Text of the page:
We use crime data to inform our decisions on where to move, what schools to enroll our children in, where to develop businesses, and more. Despite its impact on our decision making, however, most crime data reports cannot be understood by the average viewer.
Making Crime Data More Accessible and User Friendly
Wednesday, May 27, 2020
Austin Wright, a Ph.D. student in the School of Computational Science and Engineering (CSE), is hoping to correct this data divide in collaboration with Professor Scott Jacques from the Andrew Young School of Public Policy at Georgia State University (GSU).
Together, with data acquired by the GSU police department and other experts in the field, Jacques and Wright are working to develop novel data analysis and visualization tools to make crime and criminology data and trends more accessible.
“Currently, the availability of standardized and up-to-date crime incidence data from the federal government is complicated by the tools used for dissemination. Furthermore, the audience for whom this data is the most important, often does not have extensive training in data visualization and analysis; which can lead to erroneous conclusions or misleading charts in news publications or even in academic research,” said Wright.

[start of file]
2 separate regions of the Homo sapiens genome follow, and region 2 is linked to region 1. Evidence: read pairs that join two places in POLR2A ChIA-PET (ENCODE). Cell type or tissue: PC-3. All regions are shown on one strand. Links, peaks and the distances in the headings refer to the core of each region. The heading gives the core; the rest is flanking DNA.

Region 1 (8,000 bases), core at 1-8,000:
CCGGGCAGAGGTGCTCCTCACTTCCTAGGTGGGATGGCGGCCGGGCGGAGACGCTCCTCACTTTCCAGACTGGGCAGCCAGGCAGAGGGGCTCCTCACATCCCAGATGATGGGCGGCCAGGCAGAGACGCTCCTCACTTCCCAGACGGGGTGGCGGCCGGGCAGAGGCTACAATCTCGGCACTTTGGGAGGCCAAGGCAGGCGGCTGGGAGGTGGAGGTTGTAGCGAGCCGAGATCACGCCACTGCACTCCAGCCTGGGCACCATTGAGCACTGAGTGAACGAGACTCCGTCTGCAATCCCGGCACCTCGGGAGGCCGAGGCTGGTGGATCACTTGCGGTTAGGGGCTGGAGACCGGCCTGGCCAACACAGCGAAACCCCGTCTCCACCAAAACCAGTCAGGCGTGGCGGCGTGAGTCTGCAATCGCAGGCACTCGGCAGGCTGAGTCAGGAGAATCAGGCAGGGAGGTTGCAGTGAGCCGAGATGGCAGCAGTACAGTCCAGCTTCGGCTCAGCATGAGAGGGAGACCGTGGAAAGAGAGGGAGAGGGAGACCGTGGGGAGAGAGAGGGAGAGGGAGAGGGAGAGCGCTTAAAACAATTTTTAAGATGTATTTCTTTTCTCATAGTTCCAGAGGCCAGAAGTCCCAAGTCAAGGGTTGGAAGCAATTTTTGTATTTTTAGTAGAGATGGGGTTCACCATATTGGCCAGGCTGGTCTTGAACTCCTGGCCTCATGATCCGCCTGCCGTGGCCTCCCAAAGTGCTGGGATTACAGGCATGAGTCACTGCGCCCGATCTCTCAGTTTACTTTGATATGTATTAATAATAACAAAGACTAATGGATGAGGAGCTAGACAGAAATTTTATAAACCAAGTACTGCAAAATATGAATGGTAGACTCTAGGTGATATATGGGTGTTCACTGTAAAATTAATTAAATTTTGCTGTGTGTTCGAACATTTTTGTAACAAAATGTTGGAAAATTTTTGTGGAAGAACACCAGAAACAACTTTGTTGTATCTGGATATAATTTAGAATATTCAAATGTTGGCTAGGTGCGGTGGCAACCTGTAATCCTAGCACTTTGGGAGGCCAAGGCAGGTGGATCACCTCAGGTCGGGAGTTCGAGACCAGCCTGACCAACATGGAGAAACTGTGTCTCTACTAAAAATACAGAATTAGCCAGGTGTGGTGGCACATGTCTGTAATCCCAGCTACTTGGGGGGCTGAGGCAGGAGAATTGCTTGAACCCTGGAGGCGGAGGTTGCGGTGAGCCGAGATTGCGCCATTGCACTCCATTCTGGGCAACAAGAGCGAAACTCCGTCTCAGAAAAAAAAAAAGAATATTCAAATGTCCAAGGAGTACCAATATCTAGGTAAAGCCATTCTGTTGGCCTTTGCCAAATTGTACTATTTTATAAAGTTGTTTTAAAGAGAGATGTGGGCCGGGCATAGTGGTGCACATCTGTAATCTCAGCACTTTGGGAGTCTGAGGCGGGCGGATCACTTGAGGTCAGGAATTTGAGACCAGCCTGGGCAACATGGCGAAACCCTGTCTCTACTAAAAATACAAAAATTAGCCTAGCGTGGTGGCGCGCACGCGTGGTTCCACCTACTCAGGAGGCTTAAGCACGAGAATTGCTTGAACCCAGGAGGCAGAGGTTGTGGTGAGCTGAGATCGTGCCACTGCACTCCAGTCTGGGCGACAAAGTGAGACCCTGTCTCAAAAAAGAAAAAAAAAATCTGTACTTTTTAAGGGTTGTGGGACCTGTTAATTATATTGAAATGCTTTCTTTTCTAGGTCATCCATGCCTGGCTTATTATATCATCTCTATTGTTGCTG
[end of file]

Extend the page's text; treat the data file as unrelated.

By making the process of scraping up-to-date data easier, and then enabling subject matter experts to more effectively generate quantitative analyses, this research can make insights from existing data more readily available to those in academia and the general public.
The interdisciplinary project makes use of a wide variety of methodologies including human centered design practices, data visualization and automated data analysis, as well as computer science and social science analysis.
This cross-institute partnership is made possible through the GT-GSU Public Interest Technology (PIT) program, which was founded to support collaborations between technologists and social scientists. The PIT program specifically works to alleviate the continued equity challenges of the Southeast region and provides a model for regional PIT work focused on community challenges.
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As part of this program, Wright was selected as a GT-GSU PIT Fellow for 2020 to develop research for crime data. His interest in this field came about after being introduced to Jacques through a meeting with School of Computer Science Regents’ Professor Ellen Zegura, the co-lead of the Civic Data Science and Data Science for Social Good (DSSG) Programs.
“During my first semester at Tech I focused on trying to build as many connections as possible with researchers in the space of trying to make machine learning and data science work for the public good. Luckily, Professor Zegura was in the process of setting up a cross-institute collaboration with Georgia State for just that purpose, which is now the PIT Fellows Program,” said Wright.